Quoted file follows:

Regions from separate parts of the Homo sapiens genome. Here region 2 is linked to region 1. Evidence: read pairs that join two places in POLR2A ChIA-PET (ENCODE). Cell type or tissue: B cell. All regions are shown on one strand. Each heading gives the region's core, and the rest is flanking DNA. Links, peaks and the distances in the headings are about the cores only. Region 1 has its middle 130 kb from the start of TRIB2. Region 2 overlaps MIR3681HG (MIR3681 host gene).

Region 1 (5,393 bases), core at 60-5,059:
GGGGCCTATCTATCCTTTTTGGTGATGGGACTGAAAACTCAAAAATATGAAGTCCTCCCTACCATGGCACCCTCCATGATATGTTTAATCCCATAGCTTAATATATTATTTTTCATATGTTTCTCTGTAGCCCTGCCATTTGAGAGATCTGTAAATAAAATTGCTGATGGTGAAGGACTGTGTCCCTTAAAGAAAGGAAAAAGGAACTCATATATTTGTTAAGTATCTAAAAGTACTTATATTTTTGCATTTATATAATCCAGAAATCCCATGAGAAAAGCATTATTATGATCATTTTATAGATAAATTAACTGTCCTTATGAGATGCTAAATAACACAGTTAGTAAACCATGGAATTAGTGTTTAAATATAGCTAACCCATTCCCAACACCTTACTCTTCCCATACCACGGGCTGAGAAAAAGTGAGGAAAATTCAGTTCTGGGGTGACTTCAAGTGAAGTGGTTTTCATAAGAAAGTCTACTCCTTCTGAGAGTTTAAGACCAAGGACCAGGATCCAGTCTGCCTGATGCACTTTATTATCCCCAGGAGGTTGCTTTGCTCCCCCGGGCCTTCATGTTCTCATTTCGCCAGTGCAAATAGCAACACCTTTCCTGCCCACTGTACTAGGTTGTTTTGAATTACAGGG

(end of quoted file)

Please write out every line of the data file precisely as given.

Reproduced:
Regions from separate parts of the Homo sapiens genome. Here region 2 is linked to region 1. Evidence: read pairs that join two places in POLR2A ChIA-PET (ENCODE). Cell type or tissue: B cell. All regions are shown on one strand. Each heading gives the region's core, and the rest is flanking DNA. Links, peaks and the distances in the headings are about the cores only. Region 1 has its middle 130 kb from the start of TRIB2. Region 2 overlaps MIR3681HG (MIR3681 host gene).

Region 1 (5,393 bases), core at 60-5,059:
GGGGCCTATCTATCCTTTTTGGTGATGGGACTGAAAACTCAAAAATATGAAGTCCTCCCTACCATGGCACCCTCCATGATATGTTTAATCCCATAGCTTAATATATTATTTTTCATATGTTTCTCTGTAGCCCTGCCATTTGAGAGATCTGTAAATAAAATTGCTGATGGTGAAGGACTGTGTCCCTTAAAGAAAGGAAAAAGGAACTCATATATTTGTTAAGTATCTAAAAGTACTTATATTTTTGCATTTATATAATCCAGAAATCCCATGAGAAAAGCATTATTATGATCATTTTATAGATAAATTAACTGTCCTTATGAGATGCTAAATAACACAGTTAGTAAACCATGGAATTAGTGTTTAAATATAGCTAACCCATTCCCAACACCTTACTCTTCCCATACCACGGGCTGAGAAAAAGTGAGGAAAATTCAGTTCTGGGGTGACTTCAAGTGAAGTGGTTTTCATAAGAAAGTCTACTCCTTCTGAGAGTTTAAGACCAAGGACCAGGATCCAGTCTGCCTGATGCACTTTATTATCCCCAGGAGGTTGCTTTGCTCCCCCGGGCCTTCATGTTCTCATTTCGCCAGTGCAAATAGCAACACCTTTCCTGCCCACTGTACTAGGTTGTTTTGAATTACAGGG